Jamaica National Heritage Trust -  Pedro Bank - Jamaica

Dis 'N Dat


This section contains motley group of Jamaican Heritage trivia. Items that we think are important but fall into no particular category. We hope you will enjoy browsing them.


By Daive A. Dunkley

On the morning of May 20, 1980, a fire of unknown origin razed the Myers Ward at the Eventide Home for the aged on Slipe Pen road, Kingston 5.  The Myers Ward was an old wooden building constructed during the late nineteenth century Jamaica, so it had quickly surrendered to the fire.

About 153 old women, permanent residents of Eventide assigned to live on Myers Ward, lost their lives in the early morning blaze.  The joint team of firefighters from Kingston and the neighboring parish of Saint Andrew managed to keep the fire from spreading to the rest of the Home.Afterwards they recovered 144 charred bodies from beneath the rubble.

Myers Ward had been reduced to metal rods, zinc sheets and ashes.

A few days later, two other women who had suffered severe burn injuries during the fire died at the Kingston Public Hospital on North Street, increasing the number of dead found to 146 persons. Myers Ward was home to about 211 elderly women when the fire broke out and only 58 of that number escaped alive. The seven women who were not found in the rubble after the fire remained missing and were eventually presumed dead.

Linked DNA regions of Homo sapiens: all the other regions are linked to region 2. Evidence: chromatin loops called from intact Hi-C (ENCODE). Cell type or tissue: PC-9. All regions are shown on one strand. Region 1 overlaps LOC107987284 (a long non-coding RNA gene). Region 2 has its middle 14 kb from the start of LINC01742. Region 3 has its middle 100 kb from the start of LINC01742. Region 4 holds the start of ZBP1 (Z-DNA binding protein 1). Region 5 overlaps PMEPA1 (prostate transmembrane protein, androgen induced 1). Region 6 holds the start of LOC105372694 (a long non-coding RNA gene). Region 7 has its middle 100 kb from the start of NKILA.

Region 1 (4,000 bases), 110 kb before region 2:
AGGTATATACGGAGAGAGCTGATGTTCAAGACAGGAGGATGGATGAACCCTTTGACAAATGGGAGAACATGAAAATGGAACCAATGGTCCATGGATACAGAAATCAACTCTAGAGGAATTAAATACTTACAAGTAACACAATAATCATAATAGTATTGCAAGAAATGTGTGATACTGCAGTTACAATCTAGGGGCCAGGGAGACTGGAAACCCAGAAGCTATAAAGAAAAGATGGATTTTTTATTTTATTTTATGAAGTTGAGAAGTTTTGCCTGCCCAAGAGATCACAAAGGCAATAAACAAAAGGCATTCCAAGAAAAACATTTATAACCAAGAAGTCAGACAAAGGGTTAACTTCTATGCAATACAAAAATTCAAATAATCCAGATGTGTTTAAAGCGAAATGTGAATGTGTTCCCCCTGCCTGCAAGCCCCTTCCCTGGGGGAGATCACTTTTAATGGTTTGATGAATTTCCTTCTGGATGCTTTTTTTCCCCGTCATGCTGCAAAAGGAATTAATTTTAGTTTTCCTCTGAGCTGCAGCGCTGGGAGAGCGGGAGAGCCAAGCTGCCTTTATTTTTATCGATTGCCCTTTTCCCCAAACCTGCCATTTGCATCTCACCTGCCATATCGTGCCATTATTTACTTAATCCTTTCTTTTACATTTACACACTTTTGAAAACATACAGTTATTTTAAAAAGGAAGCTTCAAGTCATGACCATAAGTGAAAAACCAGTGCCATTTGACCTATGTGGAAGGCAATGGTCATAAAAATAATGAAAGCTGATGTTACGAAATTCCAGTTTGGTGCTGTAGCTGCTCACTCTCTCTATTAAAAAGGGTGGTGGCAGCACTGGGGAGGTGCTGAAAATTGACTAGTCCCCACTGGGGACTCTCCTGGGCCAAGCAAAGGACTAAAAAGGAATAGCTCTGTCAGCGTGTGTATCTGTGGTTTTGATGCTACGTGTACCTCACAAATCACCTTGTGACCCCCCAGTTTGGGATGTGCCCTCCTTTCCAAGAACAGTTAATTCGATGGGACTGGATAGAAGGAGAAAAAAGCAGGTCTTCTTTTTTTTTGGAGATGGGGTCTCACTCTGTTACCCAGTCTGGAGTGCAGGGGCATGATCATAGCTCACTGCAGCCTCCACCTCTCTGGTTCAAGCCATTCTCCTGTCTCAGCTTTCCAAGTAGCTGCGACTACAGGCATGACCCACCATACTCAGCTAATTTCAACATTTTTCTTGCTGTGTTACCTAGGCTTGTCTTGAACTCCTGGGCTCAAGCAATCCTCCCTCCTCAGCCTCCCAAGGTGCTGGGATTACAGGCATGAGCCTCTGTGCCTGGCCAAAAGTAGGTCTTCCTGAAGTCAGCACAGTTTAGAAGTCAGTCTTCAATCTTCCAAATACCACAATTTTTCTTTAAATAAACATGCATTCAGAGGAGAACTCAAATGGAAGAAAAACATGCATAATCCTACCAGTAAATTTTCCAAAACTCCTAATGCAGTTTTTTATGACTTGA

The loss caused by the fire was estimated at J$150,000. The Government agency responsible for the upkeep of the Home, The Kingston and Saint Andrew Corporation (KSAC), announced that whether Eventide was repaired or rebuilt at a new location it would be costly to the Government.

One opinion on the cause of the fire argued that it was the result of political maneuvering during the final months leading up to the most violent general elections in Jamaica's recent history. There were in fact a number of reports to the police from persons living at the home that gunmen had entered the premises more than once, claiming they had come to kill the staff and inmates for reasons connected with their alleged political affiliations. Moreover, gunmen besieged the premises of the Home just six months after the fire and this time injured two persons. One of them, Mr. Harold Tefler, a meal van driver for the Home, was stabbed and then beaten while unloading the meal van.

The other victim of this recent attack on the Home was a 63 year old female resident, Miss Vera Wynter. Miss Wynter was sitting on the veranda "taking in a little fresh air" she said, when the gunmen opened fire on the premises hitting her several times.

Eventide had opened on July 1, 1870. It was built specifically for elderly women but eventually opened its doors to destitute, crippled and handicapped old men and children. In its first year of operation Eventide housed about 160 women and was maintained by the 'poor rates' of the KSAC.

In 1943, following the labor riots of 1938, and the consequent struggle for universal adult suffrage, which was achieved in 1944, the resident population of Eventide grew to 968. By 1980, the year of the fire, the population numbered 700, a slight decrease. Of this number, 211 resided on Myers ward, all of them elderly women. The staff at the time numbered 180 and was led by Mr. David E. Dunkley, Master of the Home.